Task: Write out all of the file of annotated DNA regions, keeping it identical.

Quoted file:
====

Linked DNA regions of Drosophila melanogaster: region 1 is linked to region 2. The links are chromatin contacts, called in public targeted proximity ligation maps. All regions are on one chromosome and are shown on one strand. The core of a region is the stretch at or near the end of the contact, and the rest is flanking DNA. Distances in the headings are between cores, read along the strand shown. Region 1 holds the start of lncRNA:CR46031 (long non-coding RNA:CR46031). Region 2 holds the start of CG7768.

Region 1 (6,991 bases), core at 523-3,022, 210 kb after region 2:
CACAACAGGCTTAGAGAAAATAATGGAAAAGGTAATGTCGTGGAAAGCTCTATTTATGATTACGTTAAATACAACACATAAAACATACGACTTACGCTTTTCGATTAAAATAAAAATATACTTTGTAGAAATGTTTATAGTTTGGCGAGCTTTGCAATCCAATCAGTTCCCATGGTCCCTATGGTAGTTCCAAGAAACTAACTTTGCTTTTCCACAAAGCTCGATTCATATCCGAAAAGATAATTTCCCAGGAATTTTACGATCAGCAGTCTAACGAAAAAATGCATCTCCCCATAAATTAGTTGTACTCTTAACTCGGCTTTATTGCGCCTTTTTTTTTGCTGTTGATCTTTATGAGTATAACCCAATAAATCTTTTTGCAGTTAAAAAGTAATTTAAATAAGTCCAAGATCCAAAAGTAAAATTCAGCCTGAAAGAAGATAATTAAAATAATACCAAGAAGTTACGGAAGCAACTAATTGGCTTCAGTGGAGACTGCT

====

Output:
Linked DNA regions of Drosophila melanogaster: region 1 is linked to region 2. The links are chromatin contacts, called in public targeted proximity ligation maps. All regions are on one chromosome and are shown on one strand. The core of a region is the stretch at or near the end of the contact, and the rest is flanking DNA. Distances in the headings are between cores, read along the strand shown. Region 1 holds the start of lncRNA:CR46031 (long non-coding RNA:CR46031). Region 2 holds the start of CG7768.

Region 1 (6,991 bases), core at 523-3,022, 210 kb after region 2:
CACAACAGGCTTAGAGAAAATAATGGAAAAGGTAATGTCGTGGAAAGCTCTATTTATGATTACGTTAAATACAACACATAAAACATACGACTTACGCTTTTCGATTAAAATAAAAATATACTTTGTAGAAATGTTTATAGTTTGGCGAGCTTTGCAATCCAATCAGTTCCCATGGTCCCTATGGTAGTTCCAAGAAACTAACTTTGCTTTTCCACAAAGCTCGATTCATATCCGAAAAGATAATTTCCCAGGAATTTTACGATCAGCAGTCTAACGAAAAAATGCATCTCCCCATAAATTAGTTGTACTCTTAACTCGGCTTTATTGCGCCTTTTTTTTTGCTGTTGATCTTTATGAGTATAACCCAATAAATCTTTTTGCAGTTAAAAAGTAATTTAAATAAGTCCAAGATCCAAAAGTAAAATTCAGCCTGAAAGAAGATAATTAAAATAATACCAAGAAGTTACGGAAGCAACTAATTGGCTTCAGTGGAGACTGCT